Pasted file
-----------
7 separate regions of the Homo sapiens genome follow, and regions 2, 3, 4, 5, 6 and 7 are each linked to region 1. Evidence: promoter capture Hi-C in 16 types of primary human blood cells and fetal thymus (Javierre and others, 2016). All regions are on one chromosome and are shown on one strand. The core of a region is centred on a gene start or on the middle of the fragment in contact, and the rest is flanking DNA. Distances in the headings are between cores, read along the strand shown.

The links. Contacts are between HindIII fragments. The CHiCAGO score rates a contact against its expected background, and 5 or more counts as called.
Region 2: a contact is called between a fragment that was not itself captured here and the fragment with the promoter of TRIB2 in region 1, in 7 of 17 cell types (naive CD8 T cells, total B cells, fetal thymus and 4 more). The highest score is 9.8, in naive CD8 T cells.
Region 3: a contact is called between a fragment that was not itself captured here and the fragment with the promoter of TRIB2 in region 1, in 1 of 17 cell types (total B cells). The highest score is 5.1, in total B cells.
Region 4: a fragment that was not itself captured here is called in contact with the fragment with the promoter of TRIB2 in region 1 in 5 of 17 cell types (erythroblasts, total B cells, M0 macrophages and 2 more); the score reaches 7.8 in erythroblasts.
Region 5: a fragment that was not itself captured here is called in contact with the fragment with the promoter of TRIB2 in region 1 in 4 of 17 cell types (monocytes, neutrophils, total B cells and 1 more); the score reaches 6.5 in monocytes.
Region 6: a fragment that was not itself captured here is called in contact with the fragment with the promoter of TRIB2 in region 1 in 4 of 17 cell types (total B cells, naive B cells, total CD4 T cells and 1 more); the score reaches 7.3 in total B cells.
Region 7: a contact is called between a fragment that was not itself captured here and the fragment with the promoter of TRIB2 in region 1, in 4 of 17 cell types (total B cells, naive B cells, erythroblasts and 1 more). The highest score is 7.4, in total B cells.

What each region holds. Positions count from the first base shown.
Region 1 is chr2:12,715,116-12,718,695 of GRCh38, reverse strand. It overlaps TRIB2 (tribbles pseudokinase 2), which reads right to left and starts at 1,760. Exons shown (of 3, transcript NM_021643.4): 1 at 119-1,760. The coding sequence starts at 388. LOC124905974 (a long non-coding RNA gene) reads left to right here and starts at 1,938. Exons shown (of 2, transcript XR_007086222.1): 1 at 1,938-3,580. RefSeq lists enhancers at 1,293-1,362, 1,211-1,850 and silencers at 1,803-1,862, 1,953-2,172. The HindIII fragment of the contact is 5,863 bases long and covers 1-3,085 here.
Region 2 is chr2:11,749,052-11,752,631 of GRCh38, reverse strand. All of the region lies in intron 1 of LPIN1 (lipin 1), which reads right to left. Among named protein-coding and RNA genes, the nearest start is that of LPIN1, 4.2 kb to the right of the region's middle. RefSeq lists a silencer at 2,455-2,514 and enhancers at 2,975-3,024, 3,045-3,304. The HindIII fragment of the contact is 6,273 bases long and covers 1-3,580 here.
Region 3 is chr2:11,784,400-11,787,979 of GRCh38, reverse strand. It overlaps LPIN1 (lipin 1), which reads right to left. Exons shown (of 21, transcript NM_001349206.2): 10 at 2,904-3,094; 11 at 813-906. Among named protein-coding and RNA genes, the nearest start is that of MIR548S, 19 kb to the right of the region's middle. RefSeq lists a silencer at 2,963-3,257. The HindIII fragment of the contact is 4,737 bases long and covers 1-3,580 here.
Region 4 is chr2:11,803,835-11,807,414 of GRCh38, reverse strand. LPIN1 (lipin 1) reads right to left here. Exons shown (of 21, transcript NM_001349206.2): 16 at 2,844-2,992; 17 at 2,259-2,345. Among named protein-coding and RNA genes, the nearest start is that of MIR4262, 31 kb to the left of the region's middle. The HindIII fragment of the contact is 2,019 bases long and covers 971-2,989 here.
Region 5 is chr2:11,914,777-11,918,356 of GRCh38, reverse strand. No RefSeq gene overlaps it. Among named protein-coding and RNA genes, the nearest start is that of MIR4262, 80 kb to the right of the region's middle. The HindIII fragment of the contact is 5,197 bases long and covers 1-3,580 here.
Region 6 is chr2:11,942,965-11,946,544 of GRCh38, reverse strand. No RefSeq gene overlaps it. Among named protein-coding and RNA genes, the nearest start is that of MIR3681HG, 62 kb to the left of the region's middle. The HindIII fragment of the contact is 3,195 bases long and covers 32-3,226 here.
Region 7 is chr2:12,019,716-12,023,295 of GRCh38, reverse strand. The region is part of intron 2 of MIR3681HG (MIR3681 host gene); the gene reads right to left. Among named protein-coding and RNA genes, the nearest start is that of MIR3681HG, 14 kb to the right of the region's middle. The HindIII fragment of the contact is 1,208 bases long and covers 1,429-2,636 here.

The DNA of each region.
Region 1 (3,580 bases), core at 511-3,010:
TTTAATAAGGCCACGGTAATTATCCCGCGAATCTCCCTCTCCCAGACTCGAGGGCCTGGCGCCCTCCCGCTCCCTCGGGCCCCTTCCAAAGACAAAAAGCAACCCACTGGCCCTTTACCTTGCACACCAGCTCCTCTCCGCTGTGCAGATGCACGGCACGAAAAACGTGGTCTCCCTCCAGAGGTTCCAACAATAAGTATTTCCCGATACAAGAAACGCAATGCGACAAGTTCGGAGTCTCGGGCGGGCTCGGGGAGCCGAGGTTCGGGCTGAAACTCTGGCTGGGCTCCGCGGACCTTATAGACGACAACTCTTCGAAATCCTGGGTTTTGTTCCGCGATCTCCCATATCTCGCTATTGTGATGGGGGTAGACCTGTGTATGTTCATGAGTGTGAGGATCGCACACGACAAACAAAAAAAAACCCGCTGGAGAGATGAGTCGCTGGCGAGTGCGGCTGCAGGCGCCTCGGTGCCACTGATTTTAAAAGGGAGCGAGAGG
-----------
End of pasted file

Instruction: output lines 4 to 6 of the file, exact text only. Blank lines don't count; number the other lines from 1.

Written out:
Region 3: a contact is called between a fragment that was not itself captured here and the fragment with the promoter of TRIB2 in region 1, in 1 of 17 cell types (total B cells). The highest score is 5.1, in total B cells.
Region 4: a fragment that was not itself captured here is called in contact with the fragment with the promoter of TRIB2 in region 1 in 5 of 17 cell types (erythroblasts, total B cells, M0 macrophages and 2 more); the score reaches 7.8 in erythroblasts.
Region 5: a fragment that was not itself captured here is called in contact with the fragment with the promoter of TRIB2 in region 1 in 4 of 17 cell types (monocytes, neutrophils, total B cells and 1 more); the score reaches 6.5 in monocytes.